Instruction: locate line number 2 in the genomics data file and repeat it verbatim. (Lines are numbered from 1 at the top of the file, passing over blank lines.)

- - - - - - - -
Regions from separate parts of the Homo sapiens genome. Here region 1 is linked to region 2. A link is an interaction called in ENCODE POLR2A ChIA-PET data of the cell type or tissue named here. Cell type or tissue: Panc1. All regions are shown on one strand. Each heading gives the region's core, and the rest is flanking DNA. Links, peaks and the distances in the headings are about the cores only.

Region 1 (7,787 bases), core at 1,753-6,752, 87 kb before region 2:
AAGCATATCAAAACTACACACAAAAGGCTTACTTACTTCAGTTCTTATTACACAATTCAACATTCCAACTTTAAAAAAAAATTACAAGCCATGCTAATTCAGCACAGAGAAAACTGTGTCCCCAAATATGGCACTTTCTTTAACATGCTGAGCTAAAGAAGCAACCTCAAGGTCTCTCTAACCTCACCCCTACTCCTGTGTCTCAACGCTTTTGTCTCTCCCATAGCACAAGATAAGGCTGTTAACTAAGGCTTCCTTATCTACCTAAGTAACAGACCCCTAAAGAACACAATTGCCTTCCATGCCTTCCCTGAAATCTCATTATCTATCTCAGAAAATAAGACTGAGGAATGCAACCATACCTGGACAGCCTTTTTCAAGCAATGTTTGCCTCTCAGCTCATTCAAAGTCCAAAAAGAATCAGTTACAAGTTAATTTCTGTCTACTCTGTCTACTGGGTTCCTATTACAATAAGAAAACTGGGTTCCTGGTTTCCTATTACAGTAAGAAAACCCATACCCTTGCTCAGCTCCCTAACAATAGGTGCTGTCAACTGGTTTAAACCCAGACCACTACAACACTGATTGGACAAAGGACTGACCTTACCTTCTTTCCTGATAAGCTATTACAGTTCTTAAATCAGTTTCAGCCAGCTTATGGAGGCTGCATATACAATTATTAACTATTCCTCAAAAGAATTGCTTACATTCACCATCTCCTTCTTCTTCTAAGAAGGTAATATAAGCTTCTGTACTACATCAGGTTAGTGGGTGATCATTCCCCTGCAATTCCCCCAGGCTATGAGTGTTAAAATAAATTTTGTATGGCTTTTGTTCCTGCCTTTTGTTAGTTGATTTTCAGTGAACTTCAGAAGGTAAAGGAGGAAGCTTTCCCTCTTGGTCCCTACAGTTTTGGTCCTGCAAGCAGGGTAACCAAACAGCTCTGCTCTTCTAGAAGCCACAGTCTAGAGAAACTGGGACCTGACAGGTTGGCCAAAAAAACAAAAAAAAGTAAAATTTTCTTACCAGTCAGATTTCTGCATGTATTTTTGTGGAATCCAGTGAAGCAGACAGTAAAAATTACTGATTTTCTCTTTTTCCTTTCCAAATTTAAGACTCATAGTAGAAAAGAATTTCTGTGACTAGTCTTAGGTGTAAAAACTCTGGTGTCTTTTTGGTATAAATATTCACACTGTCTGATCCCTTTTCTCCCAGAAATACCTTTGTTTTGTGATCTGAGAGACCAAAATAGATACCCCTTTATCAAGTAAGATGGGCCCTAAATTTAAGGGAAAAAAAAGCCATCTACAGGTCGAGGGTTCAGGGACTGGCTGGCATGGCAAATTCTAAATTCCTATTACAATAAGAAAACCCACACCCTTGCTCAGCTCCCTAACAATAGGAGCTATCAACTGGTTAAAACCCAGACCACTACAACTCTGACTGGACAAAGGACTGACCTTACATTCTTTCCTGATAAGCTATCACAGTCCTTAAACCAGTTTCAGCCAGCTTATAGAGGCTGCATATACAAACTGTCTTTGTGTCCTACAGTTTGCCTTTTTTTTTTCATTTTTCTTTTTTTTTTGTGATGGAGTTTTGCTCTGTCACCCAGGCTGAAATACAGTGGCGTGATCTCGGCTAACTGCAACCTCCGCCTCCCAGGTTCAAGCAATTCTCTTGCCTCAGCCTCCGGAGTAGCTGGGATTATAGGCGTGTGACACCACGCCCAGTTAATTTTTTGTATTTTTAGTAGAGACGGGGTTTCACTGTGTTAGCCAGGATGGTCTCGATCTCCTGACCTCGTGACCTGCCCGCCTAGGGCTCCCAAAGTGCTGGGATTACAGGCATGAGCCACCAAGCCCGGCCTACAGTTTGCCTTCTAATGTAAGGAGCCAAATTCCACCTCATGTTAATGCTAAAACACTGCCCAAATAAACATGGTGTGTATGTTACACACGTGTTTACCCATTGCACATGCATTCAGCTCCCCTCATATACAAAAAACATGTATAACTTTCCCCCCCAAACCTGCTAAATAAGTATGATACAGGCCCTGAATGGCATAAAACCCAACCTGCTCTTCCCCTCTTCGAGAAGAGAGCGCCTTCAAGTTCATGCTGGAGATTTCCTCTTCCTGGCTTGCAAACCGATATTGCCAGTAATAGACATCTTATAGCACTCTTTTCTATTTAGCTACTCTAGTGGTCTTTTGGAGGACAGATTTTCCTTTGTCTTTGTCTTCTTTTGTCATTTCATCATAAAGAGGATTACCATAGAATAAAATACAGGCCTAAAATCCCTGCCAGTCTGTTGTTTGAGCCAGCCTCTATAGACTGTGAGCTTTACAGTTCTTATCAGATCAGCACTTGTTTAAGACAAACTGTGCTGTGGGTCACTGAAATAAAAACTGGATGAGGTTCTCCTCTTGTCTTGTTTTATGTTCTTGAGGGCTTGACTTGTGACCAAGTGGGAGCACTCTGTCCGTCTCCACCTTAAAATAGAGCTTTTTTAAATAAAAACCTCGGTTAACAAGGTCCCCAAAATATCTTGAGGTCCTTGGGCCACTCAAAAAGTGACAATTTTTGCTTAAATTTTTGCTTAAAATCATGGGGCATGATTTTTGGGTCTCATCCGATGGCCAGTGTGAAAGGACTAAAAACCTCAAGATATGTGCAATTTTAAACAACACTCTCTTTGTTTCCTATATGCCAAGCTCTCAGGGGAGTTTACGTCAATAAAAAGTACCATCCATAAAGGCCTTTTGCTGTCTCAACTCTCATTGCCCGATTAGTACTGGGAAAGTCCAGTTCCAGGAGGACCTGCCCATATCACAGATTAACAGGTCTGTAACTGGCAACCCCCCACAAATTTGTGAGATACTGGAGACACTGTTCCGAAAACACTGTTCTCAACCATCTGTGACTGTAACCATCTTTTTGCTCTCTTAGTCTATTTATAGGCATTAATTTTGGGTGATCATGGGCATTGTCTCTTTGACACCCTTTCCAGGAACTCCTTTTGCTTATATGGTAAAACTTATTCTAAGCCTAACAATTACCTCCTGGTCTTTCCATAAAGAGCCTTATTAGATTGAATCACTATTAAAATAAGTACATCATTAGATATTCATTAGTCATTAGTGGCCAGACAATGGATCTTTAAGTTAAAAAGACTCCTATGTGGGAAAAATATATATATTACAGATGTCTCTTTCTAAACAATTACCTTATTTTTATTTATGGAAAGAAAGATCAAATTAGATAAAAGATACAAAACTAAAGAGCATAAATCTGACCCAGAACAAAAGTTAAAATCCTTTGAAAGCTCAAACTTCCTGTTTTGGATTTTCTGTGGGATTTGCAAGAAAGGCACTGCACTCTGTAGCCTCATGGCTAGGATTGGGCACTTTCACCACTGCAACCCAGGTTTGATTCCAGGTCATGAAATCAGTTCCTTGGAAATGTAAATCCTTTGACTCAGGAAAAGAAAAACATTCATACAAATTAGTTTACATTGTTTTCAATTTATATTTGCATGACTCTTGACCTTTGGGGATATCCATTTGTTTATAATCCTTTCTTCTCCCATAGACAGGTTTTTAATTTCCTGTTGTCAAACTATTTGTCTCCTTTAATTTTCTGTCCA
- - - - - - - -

Region 1 (7,787 bases), core at 1,753-6,752, 87 kb before region 2: